“You do perplexing things like pick up a stranger at a bar and bring him to the next day’s Thanksgiving dinner.”
Being the Difficult One in the family is challenging for you, of course, but because of the nature of your family you are more often focused on how difficult it is for everyone else around you. It was about the awkward moment you had left in your wake. Um, where did she go? Lord, we should have known she would pull something like this. They send your cousin’s new wife to find you — she works with autistic children and will know what to do. You can’t stop crying. She’s OK with that. Nobody else is.
At your worst, you’re impossible to deal with. At your best, you’re amusing, like a secondary character in a sitcom. You do perplexing things like pick up a stranger at a bar and bring him to the next day’s Thanksgiving dinner. Nobody knows whether you are joking or serious until the doorbell rings and somebody named “Wyan” is standing there wearing a baseball cap.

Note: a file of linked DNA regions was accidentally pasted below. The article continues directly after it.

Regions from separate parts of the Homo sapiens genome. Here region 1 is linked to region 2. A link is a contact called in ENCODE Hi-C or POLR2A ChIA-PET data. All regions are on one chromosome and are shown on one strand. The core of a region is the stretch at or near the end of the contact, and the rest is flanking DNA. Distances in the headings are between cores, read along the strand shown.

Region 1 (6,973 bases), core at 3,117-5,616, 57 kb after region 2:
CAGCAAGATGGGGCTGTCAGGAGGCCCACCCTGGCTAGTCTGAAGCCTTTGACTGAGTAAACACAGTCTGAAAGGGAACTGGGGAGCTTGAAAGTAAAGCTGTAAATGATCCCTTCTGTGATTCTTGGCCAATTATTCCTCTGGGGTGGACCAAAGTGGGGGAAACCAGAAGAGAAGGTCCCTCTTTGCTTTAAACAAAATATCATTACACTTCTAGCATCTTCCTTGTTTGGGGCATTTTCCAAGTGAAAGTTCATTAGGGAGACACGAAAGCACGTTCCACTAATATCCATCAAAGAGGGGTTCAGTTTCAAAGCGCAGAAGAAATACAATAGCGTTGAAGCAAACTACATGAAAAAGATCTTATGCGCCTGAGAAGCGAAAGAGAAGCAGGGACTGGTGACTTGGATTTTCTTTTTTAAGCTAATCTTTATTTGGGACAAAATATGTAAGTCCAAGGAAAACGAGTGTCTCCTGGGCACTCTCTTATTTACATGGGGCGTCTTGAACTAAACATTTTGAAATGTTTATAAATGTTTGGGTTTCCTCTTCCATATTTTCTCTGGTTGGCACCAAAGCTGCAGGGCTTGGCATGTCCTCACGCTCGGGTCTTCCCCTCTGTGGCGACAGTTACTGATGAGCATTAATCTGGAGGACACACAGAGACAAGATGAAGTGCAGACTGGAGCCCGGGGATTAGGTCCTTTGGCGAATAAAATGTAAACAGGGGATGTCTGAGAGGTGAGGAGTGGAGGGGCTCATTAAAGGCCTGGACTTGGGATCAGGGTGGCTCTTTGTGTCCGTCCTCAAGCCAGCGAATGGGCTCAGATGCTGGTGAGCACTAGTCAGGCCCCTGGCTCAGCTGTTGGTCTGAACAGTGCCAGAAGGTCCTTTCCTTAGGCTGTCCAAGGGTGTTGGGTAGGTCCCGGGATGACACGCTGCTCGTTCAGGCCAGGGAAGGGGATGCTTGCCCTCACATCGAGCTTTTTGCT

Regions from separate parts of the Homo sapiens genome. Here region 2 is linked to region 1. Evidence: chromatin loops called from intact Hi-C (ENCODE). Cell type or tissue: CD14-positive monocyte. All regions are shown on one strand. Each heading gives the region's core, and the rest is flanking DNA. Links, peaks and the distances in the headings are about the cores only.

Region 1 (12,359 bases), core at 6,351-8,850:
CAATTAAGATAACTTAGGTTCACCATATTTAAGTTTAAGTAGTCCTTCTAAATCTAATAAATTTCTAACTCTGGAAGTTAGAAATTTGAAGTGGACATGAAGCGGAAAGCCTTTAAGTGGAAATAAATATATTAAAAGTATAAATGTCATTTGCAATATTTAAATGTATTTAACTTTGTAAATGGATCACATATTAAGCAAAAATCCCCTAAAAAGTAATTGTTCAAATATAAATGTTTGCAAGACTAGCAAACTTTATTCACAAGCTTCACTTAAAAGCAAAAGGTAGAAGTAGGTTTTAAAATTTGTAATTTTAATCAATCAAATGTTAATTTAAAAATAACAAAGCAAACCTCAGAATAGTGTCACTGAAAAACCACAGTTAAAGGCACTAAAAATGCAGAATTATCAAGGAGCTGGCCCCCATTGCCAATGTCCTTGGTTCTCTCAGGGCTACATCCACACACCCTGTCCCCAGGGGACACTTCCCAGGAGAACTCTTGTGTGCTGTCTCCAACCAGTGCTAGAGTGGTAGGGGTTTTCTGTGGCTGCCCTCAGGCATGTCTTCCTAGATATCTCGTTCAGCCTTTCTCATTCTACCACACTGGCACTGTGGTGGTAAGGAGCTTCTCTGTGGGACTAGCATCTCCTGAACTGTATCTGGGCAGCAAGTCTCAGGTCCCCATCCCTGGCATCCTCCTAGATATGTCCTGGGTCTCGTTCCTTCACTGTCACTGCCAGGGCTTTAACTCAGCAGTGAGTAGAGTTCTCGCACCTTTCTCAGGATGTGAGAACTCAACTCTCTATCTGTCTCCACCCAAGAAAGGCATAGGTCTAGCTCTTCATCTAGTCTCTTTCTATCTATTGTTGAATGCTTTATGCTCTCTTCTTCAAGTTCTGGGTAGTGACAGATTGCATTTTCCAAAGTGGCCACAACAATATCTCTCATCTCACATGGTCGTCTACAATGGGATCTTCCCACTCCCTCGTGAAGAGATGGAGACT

Every family has one. They wouldn’t trade you away but, like, could youplease just try to be a little more like the rest of us? Just for one night? It’s an important night tonight, and we don’t want you to ruin it, OK? We knew you’d understand.
Sometimes you’ll fantasize about what it would be like to be in a family of similars. But when you encounter kindred spirits in your daily life you don’t know what to do with them. When you encounter sympathetic people the only response you have is to apologize profusely.